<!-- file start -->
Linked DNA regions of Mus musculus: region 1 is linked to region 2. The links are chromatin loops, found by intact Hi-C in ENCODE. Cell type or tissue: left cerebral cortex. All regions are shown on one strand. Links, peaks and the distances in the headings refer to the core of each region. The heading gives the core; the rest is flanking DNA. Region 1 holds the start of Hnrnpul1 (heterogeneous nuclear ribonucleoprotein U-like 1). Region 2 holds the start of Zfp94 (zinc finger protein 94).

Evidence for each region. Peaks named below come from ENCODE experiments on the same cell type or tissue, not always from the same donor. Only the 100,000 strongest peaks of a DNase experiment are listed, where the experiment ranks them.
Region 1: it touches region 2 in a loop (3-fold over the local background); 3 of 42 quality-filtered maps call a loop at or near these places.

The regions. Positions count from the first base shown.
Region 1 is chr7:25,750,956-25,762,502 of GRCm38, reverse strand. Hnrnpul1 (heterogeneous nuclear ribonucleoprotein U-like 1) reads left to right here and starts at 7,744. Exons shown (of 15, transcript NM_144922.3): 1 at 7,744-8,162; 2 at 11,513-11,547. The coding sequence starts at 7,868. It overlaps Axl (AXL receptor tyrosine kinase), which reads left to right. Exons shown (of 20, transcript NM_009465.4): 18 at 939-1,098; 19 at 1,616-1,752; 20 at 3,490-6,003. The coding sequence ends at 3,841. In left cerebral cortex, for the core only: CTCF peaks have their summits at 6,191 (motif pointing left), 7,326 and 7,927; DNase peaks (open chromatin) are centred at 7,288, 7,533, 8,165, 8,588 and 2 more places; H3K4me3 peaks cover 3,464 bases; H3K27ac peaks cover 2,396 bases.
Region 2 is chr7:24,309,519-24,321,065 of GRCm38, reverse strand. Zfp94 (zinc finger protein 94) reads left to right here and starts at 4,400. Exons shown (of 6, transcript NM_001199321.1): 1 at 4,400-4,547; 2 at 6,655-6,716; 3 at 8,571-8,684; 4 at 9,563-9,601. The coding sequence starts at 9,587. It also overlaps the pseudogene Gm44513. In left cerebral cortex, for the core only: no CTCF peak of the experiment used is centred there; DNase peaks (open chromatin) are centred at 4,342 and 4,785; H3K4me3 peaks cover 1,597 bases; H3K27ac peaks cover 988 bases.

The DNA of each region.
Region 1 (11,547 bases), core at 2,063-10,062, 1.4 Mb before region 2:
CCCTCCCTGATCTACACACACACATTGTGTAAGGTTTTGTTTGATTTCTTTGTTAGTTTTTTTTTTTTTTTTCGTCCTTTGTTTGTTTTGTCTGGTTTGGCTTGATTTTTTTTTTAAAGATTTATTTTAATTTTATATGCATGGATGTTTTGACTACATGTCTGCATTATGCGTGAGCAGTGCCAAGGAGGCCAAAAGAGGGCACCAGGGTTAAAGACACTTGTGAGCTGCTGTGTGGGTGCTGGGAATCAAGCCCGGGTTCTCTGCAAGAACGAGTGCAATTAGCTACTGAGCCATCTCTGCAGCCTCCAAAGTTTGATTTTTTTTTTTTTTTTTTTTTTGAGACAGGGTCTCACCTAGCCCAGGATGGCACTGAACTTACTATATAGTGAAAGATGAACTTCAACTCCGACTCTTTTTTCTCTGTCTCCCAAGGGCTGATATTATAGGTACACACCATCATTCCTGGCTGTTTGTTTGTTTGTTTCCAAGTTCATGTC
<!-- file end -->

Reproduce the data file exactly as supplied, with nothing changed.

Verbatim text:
Linked DNA regions of Mus musculus: region 1 is linked to region 2. The links are chromatin loops, found by intact Hi-C in ENCODE. Cell type or tissue: left cerebral cortex. All regions are shown on one strand. Links, peaks and the distances in the headings refer to the core of each region. The heading gives the core; the rest is flanking DNA. Region 1 holds the start of Hnrnpul1 (heterogeneous nuclear ribonucleoprotein U-like 1). Region 2 holds the start of Zfp94 (zinc finger protein 94).

Evidence for each region. Peaks named below come from ENCODE experiments on the same cell type or tissue, not always from the same donor. Only the 100,000 strongest peaks of a DNase experiment are listed, where the experiment ranks them.
Region 1: it touches region 2 in a loop (3-fold over the local background); 3 of 42 quality-filtered maps call a loop at or near these places.

The regions. Positions count from the first base shown.
Region 1 is chr7:25,750,956-25,762,502 of GRCm38, reverse strand. Hnrnpul1 (heterogeneous nuclear ribonucleoprotein U-like 1) reads left to right here and starts at 7,744. Exons shown (of 15, transcript NM_144922.3): 1 at 7,744-8,162; 2 at 11,513-11,547. The coding sequence starts at 7,868. It overlaps Axl (AXL receptor tyrosine kinase), which reads left to right. Exons shown (of 20, transcript NM_009465.4): 18 at 939-1,098; 19 at 1,616-1,752; 20 at 3,490-6,003. The coding sequence ends at 3,841. In left cerebral cortex, for the core only: CTCF peaks have their summits at 6,191 (motif pointing left), 7,326 and 7,927; DNase peaks (open chromatin) are centred at 7,288, 7,533, 8,165, 8,588 and 2 more places; H3K4me3 peaks cover 3,464 bases; H3K27ac peaks cover 2,396 bases.
Region 2 is chr7:24,309,519-24,321,065 of GRCm38, reverse strand. Zfp94 (zinc finger protein 94) reads left to right here and starts at 4,400. Exons shown (of 6, transcript NM_001199321.1): 1 at 4,400-4,547; 2 at 6,655-6,716; 3 at 8,571-8,684; 4 at 9,563-9,601. The coding sequence starts at 9,587. It also overlaps the pseudogene Gm44513. In left cerebral cortex, for the core only: no CTCF peak of the experiment used is centred there; DNase peaks (open chromatin) are centred at 4,342 and 4,785; H3K4me3 peaks cover 1,597 bases; H3K27ac peaks cover 988 bases.

The DNA of each region.
Region 1 (11,547 bases), core at 2,063-10,062, 1.4 Mb before region 2:
CCCTCCCTGATCTACACACACACATTGTGTAAGGTTTTGTTTGATTTCTTTGTTAGTTTTTTTTTTTTTTTTCGTCCTTTGTTTGTTTTGTCTGGTTTGGCTTGATTTTTTTTTTAAAGATTTATTTTAATTTTATATGCATGGATGTTTTGACTACATGTCTGCATTATGCGTGAGCAGTGCCAAGGAGGCCAAAAGAGGGCACCAGGGTTAAAGACACTTGTGAGCTGCTGTGTGGGTGCTGGGAATCAAGCCCGGGTTCTCTGCAAGAACGAGTGCAATTAGCTACTGAGCCATCTCTGCAGCCTCCAAAGTTTGATTTTTTTTTTTTTTTTTTTTTTGAGACAGGGTCTCACCTAGCCCAGGATGGCACTGAACTTACTATATAGTGAAAGATGAACTTCAACTCCGACTCTTTTTTCTCTGTCTCCCAAGGGCTGATATTATAGGTACACACCATCATTCCTGGCTGTTTGTTTGTTTGTTTCCAAGTTCATGTC